New Roborace Robocar revealed – the world’s first driverless race car

Roborace series will create a platform for developing autonomous driving technology

A driverless electric race car hardly fits with evo’s mantra ‘The thrill of driving’, but we certainly wouldn’t disagree with the statement that racing improves the breed. It’s the latter statement that Roborace, the maker of the world’s first driverless race car, is following to help develop the future of automous driving.

Roborace has revealed its new car, the Robocar at this year’s Mobile World Congress. The new car will race against other autonomous Robocars in a series that has been created as a platform for software engineers and suppliers to develop software, technology and materials that will filter down into driverless road cars.

Subscribe to evo magazine

Subscribe today to have every issue of evo delivered straight to you. You'll SAVE 39% on the shop price, and get evo for its original cover price for a whole year!

The car itself, designed by Daniel Simon who has previously designed futuristic looking cars for sci-fi films like Tron Legacy and Oblivion, is 4.8 metres long, 2 metres wide and weighs 975kg. The body is made from carbonfibre and it houses four 300kW (402bhp) engines, one for each wheel. This will help the Robocar reach a top speed of over 198mph.

> Read about VW's plans for its autonomous vehicles

Advertisement - Article continues below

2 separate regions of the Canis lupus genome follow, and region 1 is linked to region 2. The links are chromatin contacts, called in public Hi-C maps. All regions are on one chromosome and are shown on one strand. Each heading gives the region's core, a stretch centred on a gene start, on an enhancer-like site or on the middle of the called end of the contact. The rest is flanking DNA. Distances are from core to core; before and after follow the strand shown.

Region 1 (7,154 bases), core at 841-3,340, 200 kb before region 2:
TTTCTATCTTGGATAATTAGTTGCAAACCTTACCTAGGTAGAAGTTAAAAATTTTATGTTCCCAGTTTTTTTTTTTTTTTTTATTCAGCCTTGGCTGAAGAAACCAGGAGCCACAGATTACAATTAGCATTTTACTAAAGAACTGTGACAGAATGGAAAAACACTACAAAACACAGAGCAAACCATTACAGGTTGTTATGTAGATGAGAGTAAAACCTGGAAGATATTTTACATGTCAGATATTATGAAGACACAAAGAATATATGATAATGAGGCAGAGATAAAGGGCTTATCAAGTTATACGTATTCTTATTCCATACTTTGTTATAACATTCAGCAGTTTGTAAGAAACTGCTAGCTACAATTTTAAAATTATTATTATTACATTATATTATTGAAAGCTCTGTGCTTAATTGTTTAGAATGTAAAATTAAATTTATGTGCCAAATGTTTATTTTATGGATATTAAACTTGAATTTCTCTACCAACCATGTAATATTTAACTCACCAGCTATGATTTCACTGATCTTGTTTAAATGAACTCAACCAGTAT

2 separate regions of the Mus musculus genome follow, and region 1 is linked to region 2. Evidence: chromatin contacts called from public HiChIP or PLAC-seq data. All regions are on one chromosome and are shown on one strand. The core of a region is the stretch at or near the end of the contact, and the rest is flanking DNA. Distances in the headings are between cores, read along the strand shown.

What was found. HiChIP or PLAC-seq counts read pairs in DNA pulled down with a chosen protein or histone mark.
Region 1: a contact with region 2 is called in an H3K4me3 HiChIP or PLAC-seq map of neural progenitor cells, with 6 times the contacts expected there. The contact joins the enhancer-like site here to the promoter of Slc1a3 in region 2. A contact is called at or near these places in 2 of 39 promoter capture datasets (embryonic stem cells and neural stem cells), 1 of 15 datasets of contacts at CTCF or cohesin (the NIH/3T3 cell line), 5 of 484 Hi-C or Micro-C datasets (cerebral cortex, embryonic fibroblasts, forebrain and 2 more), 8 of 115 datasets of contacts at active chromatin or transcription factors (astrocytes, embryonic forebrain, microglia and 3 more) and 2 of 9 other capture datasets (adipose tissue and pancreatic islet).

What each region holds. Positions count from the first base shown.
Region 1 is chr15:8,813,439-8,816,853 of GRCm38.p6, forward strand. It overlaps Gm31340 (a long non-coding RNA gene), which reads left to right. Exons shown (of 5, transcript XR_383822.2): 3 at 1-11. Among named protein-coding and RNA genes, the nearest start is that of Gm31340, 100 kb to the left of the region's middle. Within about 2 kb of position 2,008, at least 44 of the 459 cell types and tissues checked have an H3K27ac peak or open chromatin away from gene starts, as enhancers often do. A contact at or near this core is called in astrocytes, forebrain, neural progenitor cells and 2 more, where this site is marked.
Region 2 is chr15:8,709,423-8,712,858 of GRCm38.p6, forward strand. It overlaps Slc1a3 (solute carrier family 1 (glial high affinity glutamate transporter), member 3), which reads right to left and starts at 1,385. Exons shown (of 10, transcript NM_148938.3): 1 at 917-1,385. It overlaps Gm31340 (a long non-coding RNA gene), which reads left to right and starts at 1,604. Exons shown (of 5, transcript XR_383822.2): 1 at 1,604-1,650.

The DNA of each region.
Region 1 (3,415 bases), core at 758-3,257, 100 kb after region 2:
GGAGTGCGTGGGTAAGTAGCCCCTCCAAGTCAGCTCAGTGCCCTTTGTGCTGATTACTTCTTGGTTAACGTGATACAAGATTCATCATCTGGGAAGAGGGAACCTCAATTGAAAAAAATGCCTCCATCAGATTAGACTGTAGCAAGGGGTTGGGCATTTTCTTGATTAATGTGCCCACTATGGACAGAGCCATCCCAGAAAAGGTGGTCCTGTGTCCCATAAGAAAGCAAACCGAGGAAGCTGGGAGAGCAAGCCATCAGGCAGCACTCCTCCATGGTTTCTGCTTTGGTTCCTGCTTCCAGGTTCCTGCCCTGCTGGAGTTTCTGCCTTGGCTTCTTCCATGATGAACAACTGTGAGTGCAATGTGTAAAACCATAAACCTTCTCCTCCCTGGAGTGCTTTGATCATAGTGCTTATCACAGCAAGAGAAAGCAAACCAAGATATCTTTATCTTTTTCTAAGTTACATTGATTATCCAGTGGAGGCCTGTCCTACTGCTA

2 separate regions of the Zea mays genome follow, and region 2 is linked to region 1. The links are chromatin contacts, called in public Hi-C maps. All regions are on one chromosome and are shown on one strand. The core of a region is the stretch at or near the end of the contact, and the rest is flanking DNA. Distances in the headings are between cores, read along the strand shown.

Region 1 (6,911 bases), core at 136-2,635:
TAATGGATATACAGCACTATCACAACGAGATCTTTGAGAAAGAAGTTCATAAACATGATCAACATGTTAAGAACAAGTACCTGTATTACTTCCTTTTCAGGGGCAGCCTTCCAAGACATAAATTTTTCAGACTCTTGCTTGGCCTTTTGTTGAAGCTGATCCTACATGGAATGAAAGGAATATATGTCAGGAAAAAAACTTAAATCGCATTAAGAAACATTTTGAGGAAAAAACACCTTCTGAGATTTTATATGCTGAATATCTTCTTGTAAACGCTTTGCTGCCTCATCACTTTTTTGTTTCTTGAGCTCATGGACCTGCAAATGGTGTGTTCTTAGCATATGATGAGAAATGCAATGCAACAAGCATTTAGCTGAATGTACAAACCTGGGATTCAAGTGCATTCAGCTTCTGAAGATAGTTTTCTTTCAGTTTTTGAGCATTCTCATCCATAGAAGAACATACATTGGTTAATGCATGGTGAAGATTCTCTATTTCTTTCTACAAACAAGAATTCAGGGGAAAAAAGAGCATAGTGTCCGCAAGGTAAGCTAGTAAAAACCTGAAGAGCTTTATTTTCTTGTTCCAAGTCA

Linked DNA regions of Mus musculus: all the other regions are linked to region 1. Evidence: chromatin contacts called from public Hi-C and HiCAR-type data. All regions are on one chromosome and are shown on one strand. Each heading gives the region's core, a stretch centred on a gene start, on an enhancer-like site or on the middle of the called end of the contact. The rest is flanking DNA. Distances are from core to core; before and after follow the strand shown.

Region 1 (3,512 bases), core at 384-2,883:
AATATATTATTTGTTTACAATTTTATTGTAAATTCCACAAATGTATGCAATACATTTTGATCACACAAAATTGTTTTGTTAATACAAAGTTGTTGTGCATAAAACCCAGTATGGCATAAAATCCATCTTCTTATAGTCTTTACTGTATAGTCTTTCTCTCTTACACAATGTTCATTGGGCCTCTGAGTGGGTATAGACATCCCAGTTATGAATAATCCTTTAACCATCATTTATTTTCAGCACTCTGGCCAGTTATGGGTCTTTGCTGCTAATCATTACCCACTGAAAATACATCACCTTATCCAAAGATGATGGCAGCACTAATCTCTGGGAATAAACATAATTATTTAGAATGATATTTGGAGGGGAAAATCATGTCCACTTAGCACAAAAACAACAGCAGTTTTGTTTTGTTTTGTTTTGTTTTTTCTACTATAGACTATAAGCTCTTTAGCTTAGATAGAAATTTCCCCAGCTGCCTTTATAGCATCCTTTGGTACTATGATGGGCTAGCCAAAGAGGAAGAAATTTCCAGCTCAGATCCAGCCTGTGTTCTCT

The Robocar’s ability to be able to drive and race autonomously is made possible by its awareness of the environment that it’s in. The Robocar has five lidar sensors that detect distance using lasers, two radars, 18 ultrasonic sensors, two optical speed sensors, six AI cameras and a global satellite position system. The car’s on-board computer is able to process the data from the detection and positioning equipment up to 24 trillion calculations per second.

The software then uses this vast amount of information to plot the car’s best and most efficient trajectory around a track. This is where the racing element comes in; every team will develop their own driverless software to push the car to its limits. 

> All Teslas will soon be supplied with driverless technology  

Michelin will supply tyres for the Roborace series as it does in the Formula E series, the Robocar will use road legal tyres so there is a direct correlation with the information obtained during the races and the tyres eventually fitted to driverless road cars.

A collection of development cars, known as Devbots, have already taken to the track in a support race for the Buenos Aires round of the Formula E championship. Sadly, one of the cars crashed while trying to perform a manoeuvre on the circuit, but it wasn’t too badly damaged. The actual Robocars won’t take to the track until later this year and the Devbots will continue to perform demonstrations until then.




Glickenhaus 007 Le Mans hypercar to receive twin-turbocharged V8

8 Jun 2020

Prodrive opens restoration service for its iconic competition cars

28 Nov 2019

Track-only BMW M2 CS Racing unveiled 

6 Nov 2019

Ford Bronco R prototype to enter the Baja 1000

5 Nov 2019

Most Popular


BMW M2 CS 2020 review – there's plenty to worry a Porsche Cayman GT4

The most enjoyable and rewarding M car to drive for quite some time. Potentially, a future classic.
31 Jul 2020
Ford Focus RS

Mountune Ford Focus RS M520 2020 review – less hot hatch, more Group B throwback

The idea of a 500-horse Focus won’t be for everyone, but for the rest it’s a glorious dose of internal combustion madness
31 Jul 2020

BMW M3 GTS vs Mini GP vs Renault Sport Mégane R26.R

You could spend £250,000 on a 700bhp hardcore machine, but is there just as much fun to be had – if not more – with less power and for less outlay?
1 Aug 2020

UK speeding fines explained

Speeding fines were increased in spring 2017, with harsher penalties for the worst offenders. Here's everything you need to know...
27 Jul 2020